Put simply, I came to believe that the best professionals were the kindest professionals.  Many people think that influence or leadership presence is earned by being imposing or austere, or by seeming busy, unavailable, or unapproachable.  In fact, many aspiring leaders worry that the vulnerability that accompanies kindness, or offers of help, will make them seem “weak.” But I observed the exact opposite.  What I saw during my recovery was that I could easily gauge the expertise level of the staff by how confidently and generously they offered their help.  That was a powerful lesson.

The best professionals were the kindest professionals.

What’s more, I found that whenever I was tended to by an “expert-level” helper, not only did I feel assured that I was in good hands and that everything was going to be okay, but I also felt uniquely motivated to stay the course.  In a situation where despair and hopelessness could easily have set in, their eagerness to be helpful gave me faith in the process and inspired me to match their spirit of contribution by giving my recovery the maximum effort possible. Their unwavering “How can I help?” attitude had a profound impact on my own energy levels.

I have seen time and again that the same is true in leadership.  The more we approach our work from a place of, “How can I help?” the more effective we become.  To achieve optimal outcomes, the people who are depending on our leadership must see how devoted we are to their success, that we have their backs, that we are willing and able to pitch in to reach shared goals.  It makes sense.  After all, why should they care if we don’t visibly pledge to do the same?  Why should they trust us if we’re not right there with them?  Yes, we must champion high standards of performance.  But we’ve also got to support those high standards with a caring attitude towards the people involved.  When we offer to help, we let people know that they’re in good hands, and we invigorate the overall effort by inspiring others to mirror our commitment with their own tireless work and devotion.  As I have seen firsthand in my over 40 years of leadership practice, study, and experience — this approach may seem obvious but it is truly the stuff of leadership that works in the 21st century. And, it is all too often overlooked.

Life is short.  It could all be over in an instant.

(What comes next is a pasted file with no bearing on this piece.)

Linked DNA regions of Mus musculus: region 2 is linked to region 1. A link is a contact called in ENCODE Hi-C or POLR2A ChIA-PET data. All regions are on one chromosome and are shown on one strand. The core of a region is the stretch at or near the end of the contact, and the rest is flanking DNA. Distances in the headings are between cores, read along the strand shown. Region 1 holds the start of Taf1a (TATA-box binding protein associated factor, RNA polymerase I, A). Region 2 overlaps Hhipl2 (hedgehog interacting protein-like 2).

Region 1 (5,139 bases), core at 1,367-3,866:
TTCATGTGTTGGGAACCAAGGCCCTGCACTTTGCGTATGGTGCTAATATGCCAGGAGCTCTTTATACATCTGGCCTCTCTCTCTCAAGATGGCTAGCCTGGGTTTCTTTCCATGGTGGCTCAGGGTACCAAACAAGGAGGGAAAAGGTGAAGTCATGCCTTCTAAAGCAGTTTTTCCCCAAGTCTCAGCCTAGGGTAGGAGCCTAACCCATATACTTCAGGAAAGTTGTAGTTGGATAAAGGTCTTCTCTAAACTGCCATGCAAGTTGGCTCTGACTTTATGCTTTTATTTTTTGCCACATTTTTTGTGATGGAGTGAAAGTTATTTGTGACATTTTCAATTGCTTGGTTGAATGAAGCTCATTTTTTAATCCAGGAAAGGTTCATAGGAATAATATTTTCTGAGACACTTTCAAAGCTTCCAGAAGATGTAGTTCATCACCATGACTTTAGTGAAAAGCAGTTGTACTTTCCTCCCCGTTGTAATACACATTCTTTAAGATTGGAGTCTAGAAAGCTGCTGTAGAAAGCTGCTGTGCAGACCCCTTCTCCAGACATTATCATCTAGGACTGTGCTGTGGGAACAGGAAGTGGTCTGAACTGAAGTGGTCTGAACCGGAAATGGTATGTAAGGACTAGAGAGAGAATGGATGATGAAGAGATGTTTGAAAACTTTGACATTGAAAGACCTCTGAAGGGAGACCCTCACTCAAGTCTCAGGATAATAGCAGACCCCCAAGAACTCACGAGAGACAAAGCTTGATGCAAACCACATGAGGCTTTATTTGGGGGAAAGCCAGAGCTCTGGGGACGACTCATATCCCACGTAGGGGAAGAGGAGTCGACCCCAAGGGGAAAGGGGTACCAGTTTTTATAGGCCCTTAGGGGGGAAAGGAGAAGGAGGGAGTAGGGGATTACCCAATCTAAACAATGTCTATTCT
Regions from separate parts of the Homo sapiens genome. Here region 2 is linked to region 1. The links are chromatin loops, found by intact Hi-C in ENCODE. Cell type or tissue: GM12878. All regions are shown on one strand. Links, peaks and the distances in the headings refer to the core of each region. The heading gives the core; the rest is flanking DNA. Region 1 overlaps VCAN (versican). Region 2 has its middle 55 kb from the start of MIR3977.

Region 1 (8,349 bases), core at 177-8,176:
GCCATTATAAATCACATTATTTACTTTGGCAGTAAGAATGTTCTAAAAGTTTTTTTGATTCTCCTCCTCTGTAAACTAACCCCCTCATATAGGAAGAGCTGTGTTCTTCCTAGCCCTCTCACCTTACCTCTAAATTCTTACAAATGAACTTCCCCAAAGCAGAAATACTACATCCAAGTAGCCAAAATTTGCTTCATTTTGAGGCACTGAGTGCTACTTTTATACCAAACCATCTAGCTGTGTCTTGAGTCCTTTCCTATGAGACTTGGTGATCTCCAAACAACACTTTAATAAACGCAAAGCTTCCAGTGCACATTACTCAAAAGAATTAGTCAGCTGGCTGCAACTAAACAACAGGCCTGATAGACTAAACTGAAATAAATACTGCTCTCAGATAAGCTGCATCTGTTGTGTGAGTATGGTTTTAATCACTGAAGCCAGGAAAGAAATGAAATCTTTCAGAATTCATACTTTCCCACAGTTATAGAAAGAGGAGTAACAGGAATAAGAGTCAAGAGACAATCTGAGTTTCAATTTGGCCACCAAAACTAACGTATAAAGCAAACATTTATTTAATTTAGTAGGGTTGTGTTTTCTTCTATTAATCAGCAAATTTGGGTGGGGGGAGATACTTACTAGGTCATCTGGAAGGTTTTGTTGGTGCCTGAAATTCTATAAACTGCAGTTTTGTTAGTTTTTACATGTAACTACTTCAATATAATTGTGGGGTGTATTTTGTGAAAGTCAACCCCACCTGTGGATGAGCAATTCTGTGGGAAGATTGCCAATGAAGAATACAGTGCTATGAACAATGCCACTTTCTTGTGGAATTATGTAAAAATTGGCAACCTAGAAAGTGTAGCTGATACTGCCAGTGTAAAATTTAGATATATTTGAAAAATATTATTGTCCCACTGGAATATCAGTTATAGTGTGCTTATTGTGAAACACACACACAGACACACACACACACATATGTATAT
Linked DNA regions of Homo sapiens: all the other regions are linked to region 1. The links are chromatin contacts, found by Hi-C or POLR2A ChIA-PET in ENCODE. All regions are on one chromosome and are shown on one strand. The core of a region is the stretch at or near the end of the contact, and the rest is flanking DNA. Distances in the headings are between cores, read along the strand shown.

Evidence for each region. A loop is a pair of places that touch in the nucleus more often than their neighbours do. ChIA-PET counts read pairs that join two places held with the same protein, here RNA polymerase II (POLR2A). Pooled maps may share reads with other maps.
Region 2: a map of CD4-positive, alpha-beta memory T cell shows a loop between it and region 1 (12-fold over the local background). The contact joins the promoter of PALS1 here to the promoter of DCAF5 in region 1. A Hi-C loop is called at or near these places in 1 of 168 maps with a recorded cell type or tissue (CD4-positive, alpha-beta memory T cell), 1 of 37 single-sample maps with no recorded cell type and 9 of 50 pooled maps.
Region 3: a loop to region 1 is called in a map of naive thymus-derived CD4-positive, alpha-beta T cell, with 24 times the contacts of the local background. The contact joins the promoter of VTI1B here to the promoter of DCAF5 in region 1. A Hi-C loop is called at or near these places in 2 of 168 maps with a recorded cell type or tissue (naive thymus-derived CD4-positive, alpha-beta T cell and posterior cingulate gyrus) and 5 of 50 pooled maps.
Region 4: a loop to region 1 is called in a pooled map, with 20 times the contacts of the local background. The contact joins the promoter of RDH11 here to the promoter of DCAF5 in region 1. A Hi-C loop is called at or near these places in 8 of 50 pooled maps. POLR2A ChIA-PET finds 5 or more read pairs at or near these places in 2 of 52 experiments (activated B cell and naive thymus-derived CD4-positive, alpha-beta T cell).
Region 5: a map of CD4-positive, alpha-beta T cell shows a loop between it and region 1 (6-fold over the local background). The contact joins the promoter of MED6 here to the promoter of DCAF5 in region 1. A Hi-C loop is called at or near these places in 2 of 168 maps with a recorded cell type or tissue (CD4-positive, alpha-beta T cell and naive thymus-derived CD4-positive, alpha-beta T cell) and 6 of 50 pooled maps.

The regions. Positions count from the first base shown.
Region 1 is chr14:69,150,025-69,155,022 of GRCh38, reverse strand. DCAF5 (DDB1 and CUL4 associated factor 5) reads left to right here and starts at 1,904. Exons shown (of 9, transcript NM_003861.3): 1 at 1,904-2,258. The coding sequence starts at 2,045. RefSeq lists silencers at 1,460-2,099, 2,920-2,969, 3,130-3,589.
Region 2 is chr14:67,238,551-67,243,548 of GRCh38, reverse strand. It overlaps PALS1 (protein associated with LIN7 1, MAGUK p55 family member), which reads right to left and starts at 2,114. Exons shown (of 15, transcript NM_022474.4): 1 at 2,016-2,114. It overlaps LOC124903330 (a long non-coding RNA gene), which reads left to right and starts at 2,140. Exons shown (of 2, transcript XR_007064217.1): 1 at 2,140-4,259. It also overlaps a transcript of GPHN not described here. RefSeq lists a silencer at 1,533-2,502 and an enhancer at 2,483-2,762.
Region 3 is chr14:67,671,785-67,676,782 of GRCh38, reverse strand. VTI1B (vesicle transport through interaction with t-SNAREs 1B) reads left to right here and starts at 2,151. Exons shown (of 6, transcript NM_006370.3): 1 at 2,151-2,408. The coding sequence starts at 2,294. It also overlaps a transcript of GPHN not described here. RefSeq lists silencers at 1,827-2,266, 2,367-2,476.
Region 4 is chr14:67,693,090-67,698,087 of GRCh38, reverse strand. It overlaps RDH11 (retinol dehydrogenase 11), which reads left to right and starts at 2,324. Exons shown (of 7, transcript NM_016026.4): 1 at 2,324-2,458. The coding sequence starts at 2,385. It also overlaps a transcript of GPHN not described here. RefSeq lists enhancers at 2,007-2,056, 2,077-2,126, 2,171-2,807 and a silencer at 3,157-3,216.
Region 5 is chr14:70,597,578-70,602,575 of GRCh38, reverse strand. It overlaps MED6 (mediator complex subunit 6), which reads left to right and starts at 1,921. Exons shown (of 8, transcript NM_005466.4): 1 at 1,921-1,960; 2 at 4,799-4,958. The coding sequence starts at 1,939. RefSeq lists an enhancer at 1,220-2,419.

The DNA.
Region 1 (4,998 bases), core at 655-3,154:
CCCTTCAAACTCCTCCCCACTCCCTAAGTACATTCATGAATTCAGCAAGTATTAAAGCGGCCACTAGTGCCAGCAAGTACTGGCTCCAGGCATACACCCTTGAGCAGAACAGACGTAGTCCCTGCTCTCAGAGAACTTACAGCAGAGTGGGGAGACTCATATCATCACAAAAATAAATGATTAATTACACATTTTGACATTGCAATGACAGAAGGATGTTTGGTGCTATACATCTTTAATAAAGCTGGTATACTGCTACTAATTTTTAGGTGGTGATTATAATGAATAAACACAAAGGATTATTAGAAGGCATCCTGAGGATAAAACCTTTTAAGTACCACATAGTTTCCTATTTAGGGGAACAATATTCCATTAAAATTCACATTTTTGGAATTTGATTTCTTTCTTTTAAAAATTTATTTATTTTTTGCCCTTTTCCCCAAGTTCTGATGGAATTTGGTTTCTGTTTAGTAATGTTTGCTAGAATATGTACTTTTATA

Which brings me back to the suspenders.  Because of the accident and the six surgeries it precipitated, I have a lengthy scar that runs up the lower half of my torso, reminding me of my near-fatal accident years ago.  And, the suspenders I have to wear to accommodate my “new” surgically modified body and to avoid the discomfort of aggravating my scar, are a constant but very welcome reminder of the importance of kindness.   They quite literally “lift up” my trousers – which, thankfully, always reminds me that everybody needs a little lift now and then.  Often, people are steeped in the same complex web of challenges that we are as leaders.  They get just as many e-mails, texts, and phone calls.  They have just as many kids, cousins, parents, spouses, religious groups, book clubs, to-do lists, vendors, colleagues, babysitters, and bank statements vying for their attention and depending on them to not drop the ball.  Sometimes, all they need is for their leaders to simply show up at their side when the chips are down – letting them know that as a leader, you are right there with them, and that you are willing to help them do whatever it takes to get the job done.  Approaching leadership with a “How can I help?” attitude really can, and does, make all the difference.

Life is short.  It could all be over in an instant.  At the end of the day, I can’t think of a better legacy to leave than one of high performance characterized by contribution and kindness.

Follow this post up with Doug’s companion piece, More Leadership Lessons from My Life-Threatening Car Crash